Friday, November 15, 2013

Islamicized Armenians?

Marash Girl was interested to read the following in the Armenian Weekly:  "In early November, the Hrant Dink Foundation held a conference on “Islamicized Armenians” at the Istanbul Bosphorus University, breaking one more taboo in Turkey. Islamicized Armenians were hitherto a hidden reality, a secret known by many, but which couldn’t be revealed to anyone, whispered behind closed doors but filed in government intelligence offices, and it finally broke free into the public."  The article went on to say that both oral histories and academic papers were used during the discussion.

Marash Girl was particularly interested because, in the 1970's, she and her team of interviewers, under the auspices of the Armenian Library and Museum of America, had taped interviews of over 100 survivors of the Armenian Genocide.  If there ever was any discussion of Islamisization or marriage to a Muslim, the tape had to be turned off, and the admission to the interviewer remain unidentified.

To this day, Marash Girl remembers turning off the tape recorder to hear the tears and shame with which an Armenian Christian woman admitted that her sister had, in order to save her life and the life of her loved ones, married a Turk and had a family.

Marash Girl's father Peter used to relate the fact that if there was ever  love and marriage between a Turk and an Armenian, the couple would never survive . . . they would be murdered in their bed on their wedding night.  By whom? Marash Girl asked.  By the Turks or the Armenians?  Marash Girl's father did not know the answer, although he implied -- or did he actually state -- that it could come from either side.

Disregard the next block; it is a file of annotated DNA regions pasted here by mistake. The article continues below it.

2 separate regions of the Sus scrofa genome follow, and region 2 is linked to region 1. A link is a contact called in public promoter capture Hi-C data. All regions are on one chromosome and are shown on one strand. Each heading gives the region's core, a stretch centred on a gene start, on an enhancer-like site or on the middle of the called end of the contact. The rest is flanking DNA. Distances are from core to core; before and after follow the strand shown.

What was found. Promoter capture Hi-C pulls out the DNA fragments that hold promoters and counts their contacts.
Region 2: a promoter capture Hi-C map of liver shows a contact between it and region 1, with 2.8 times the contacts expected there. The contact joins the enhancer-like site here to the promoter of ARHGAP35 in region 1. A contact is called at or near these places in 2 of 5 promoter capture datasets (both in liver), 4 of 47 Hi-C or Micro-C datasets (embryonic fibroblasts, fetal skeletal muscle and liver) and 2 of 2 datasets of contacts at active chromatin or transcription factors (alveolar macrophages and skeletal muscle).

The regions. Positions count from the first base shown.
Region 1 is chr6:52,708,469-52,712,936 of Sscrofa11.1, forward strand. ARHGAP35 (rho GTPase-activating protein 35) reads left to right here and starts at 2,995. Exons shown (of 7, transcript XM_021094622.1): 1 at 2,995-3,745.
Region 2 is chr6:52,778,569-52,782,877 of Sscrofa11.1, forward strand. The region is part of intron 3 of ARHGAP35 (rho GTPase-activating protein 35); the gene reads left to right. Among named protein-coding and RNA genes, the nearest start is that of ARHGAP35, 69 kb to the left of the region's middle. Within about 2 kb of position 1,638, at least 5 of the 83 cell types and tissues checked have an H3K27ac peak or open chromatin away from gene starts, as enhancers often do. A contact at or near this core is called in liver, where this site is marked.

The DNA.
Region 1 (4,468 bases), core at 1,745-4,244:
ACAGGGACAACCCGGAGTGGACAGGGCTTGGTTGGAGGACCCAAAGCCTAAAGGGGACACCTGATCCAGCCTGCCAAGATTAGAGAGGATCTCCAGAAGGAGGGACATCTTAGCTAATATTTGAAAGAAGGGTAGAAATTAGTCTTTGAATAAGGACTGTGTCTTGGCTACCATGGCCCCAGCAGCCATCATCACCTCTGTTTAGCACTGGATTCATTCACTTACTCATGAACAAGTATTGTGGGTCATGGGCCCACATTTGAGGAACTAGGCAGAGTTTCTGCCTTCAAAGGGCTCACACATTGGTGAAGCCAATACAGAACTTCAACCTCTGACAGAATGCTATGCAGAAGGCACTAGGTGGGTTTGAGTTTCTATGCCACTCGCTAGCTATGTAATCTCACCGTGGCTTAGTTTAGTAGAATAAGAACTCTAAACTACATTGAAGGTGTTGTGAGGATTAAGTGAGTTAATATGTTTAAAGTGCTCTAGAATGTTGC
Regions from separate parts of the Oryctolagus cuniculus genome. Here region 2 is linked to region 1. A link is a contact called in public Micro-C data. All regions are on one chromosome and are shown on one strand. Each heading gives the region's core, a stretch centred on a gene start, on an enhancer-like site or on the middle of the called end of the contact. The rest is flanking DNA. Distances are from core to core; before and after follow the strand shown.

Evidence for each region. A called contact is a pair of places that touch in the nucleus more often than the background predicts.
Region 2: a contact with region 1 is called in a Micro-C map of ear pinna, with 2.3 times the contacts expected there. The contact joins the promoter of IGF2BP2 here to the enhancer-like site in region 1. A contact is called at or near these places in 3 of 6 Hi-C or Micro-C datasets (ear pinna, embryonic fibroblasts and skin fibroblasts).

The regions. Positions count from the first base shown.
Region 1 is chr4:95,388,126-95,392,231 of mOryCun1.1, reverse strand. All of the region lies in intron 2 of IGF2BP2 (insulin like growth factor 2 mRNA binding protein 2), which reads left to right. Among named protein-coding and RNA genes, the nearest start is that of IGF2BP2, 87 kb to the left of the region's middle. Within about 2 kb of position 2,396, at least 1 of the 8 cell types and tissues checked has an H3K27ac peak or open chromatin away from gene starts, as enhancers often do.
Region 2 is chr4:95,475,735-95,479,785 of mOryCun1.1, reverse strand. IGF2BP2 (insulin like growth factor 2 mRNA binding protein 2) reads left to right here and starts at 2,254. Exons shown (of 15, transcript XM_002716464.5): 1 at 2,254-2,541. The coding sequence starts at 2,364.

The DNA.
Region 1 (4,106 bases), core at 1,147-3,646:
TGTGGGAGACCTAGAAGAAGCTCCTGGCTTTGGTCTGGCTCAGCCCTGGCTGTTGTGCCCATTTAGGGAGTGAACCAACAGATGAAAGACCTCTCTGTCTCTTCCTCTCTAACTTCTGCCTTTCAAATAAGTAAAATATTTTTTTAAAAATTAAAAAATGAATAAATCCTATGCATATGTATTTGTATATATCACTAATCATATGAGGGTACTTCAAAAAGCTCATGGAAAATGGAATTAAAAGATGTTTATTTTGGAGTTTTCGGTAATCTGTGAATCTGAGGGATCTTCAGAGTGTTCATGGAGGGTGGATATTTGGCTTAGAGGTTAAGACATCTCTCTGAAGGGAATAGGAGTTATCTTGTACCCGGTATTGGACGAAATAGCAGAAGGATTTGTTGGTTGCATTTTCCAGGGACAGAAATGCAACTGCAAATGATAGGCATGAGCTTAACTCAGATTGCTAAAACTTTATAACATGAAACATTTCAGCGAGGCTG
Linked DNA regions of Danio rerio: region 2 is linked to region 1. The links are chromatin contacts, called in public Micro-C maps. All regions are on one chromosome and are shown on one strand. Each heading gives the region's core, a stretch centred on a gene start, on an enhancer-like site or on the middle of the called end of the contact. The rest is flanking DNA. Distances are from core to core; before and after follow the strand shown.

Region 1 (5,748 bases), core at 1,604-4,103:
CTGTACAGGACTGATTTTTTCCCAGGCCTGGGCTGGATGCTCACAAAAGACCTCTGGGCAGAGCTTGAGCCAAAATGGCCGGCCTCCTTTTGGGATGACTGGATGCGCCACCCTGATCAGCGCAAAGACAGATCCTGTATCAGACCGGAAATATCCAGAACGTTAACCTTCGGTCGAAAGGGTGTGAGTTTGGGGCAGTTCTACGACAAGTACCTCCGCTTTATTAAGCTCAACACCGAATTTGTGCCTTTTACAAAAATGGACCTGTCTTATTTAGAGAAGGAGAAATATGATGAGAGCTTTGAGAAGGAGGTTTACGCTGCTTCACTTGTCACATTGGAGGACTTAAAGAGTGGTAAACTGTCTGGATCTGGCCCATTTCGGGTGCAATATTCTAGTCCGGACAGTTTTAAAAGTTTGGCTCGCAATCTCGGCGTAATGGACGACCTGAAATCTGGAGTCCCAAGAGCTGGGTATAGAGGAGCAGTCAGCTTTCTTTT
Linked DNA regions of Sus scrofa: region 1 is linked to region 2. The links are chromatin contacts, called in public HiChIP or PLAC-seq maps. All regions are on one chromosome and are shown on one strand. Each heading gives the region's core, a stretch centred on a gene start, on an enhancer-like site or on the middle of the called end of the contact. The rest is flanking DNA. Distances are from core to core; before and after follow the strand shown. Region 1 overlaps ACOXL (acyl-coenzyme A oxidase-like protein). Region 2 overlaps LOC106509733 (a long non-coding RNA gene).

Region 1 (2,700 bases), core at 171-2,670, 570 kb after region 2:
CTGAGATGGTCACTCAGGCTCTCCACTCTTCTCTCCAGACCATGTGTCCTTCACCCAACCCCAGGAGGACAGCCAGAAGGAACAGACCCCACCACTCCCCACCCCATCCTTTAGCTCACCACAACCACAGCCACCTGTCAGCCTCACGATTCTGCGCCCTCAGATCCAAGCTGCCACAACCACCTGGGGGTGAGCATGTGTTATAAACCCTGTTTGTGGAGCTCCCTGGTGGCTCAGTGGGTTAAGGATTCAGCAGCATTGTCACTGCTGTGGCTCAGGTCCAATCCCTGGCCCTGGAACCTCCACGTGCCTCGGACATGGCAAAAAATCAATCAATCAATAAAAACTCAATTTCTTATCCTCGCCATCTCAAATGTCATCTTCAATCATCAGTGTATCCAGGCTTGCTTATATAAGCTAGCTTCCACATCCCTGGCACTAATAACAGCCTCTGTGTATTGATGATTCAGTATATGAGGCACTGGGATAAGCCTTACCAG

1 comment:

  1. The answer should be obvious given the teachings in the two respective religions.
    Of course, dad was too young to draw that distinction. He was 10 when he arrived on these shores. At that age his soul had already been saturated with the normalcy of starvation, death, and mayhem. I asked him, when I was a prepubescent teen, and had begun to grasp the terror of The Great Depression under FDR's administration, whether starting a business in 1932, the year of his high school graduation, at the age of 19, whether prospects of success filled him with an angst, a dread. He said, "No, of course not, because I knew nobody was trying to kill me. I knew, deep down, that if I worked 12 hours/day, 6 days/week everything would be fine."